Since the start of the endurance campaign, the Supercars championship race has effectively been a two-horse race -- or, in this case, a two (Red) bull race. Red Bull Racing team-mates Shane van Gisbergen and Jamie Whincup have been a class above the field.
There were several different race winners early on but the Holden outfit's dominance grew as the season progressed. Van Gisbergen yesterday secured his maiden Supercars title, becoming just the third New Zealander and first since Jim Richards in 1991 to achieve the feat. This is how he got there.
Clipsal 500, Adelaide
Whincup grabbed a first-up race win after a sensational battle with James Courtney but van Gisbergen took a solid third to open his account. He collected a fifth in race two on the streets of Adelaide before finishing the weekend with a 10th in a race where torrential rain, confusing refuel rules and a shortened event threw up some rogue results. Whincup managed just 14th.
The Kiwi got his first race win with Red Bull Racing when he led Whincup home in a 1-2 finish on the Saturday at Symmons Plains. He looked a likely chance for back-to-back wins on the Sunday before he was caught out by oil on the track. A number of cars slid off as a result, including Whincup, but van Gisbergen's car got stuck in the gravel and he recorded a DNF.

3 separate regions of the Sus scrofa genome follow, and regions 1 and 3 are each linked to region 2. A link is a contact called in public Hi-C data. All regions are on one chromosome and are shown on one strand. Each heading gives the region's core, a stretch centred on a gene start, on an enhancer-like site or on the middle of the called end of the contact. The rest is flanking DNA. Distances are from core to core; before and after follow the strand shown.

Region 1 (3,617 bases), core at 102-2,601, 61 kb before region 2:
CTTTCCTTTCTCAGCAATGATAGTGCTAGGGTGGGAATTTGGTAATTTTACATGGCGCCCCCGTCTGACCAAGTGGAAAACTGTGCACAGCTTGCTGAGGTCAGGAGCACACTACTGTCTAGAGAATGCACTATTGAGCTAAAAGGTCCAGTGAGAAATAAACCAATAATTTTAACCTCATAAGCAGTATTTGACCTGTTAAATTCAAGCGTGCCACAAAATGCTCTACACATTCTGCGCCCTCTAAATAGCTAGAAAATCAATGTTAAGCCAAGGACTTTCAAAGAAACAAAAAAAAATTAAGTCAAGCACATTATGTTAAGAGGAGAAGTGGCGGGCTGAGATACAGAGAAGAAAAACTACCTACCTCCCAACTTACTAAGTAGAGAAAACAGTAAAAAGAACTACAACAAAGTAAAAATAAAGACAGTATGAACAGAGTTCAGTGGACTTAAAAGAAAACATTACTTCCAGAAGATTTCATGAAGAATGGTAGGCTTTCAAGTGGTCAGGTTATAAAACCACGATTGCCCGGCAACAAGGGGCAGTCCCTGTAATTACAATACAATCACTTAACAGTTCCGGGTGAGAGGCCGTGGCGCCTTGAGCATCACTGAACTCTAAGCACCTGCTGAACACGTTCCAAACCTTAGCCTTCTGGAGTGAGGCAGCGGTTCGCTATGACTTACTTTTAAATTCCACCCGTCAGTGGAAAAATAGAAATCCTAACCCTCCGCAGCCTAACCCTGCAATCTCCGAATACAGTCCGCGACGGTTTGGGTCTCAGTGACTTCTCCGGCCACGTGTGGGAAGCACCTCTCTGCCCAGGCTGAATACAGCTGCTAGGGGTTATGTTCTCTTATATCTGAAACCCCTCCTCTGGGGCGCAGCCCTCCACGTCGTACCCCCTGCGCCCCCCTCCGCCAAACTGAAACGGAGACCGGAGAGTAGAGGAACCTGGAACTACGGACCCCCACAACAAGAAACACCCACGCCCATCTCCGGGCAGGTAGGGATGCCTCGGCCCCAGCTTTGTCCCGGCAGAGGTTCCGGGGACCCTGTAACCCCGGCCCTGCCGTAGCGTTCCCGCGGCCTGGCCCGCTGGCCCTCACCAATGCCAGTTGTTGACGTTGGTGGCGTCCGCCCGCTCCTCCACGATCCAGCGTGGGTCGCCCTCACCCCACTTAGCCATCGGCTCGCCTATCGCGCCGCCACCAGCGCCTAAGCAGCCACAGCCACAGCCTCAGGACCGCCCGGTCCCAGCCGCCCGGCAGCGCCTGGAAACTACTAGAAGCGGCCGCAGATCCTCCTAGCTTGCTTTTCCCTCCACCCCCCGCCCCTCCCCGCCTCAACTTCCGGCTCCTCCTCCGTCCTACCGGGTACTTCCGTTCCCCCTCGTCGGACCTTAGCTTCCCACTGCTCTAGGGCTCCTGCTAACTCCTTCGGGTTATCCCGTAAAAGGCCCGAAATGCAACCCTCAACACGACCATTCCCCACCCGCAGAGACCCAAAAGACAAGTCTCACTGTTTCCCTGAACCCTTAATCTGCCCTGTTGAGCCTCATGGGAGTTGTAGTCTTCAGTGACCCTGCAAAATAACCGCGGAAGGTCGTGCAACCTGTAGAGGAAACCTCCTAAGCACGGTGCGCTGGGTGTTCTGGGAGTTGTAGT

Phillip Island SuperSprint
The New Zealanders enjoyed the stop at the Victorian race track, with Scott McLaughlin dominating the weekend in his Volvo, but Fabian Coulthard and van Gisbergen also collected a solid haul of points. Whincup was second in the Saturday race, with van Gisbergen fourth, and the six-time champion widened the points' gap to his team-mate with a fourth to van Gisbergen's 10th in the Sunday race.
Changeable conditions greeted drivers at Barbagallo Raceway on the Saturday and van Gisbergen showed maturity in settling for second rather than fighting veteran Craig Lowndes, who had gambled and won on tyre strategy late in the race. With Whincup coming in third it was a Red Bull 1-2-3 for the first time. The New Zealander then took advantage of a rare bad day for Whincup by collecting fourth on the Sunday as Whincup finished 11th.
Tim Slade was too good for everyone at the small rural Victoria track, winning both races. Whincup took fifth and ninth, while van Gisbergen settled for ninth on the Saturday before turning the tables on his Holden stablemate with fourth in the Sunday race.
Darwin Triple Crown
The New Zealander hit form in the far north but handed his title rival a massive edge when he received a pit lane penalty for passing leader Michael Caruso at a late safety car re-start. Instead of winning the race, van Gisbergen dropped to the rear before scrambling through to 16th, while Whincup took second. The Kiwi got it right on the Sunday, however, winning the race, while Whincup finished eighth.
The Red Bull Holdens were rolling by mid-season and Whincup led van Gisbergen home in a 1-2 finish on the Saturday. Van Gisbergen returned the favour on the Sunday, grabbing the race win, while a charging Courtney pushed Whincup down to fourth.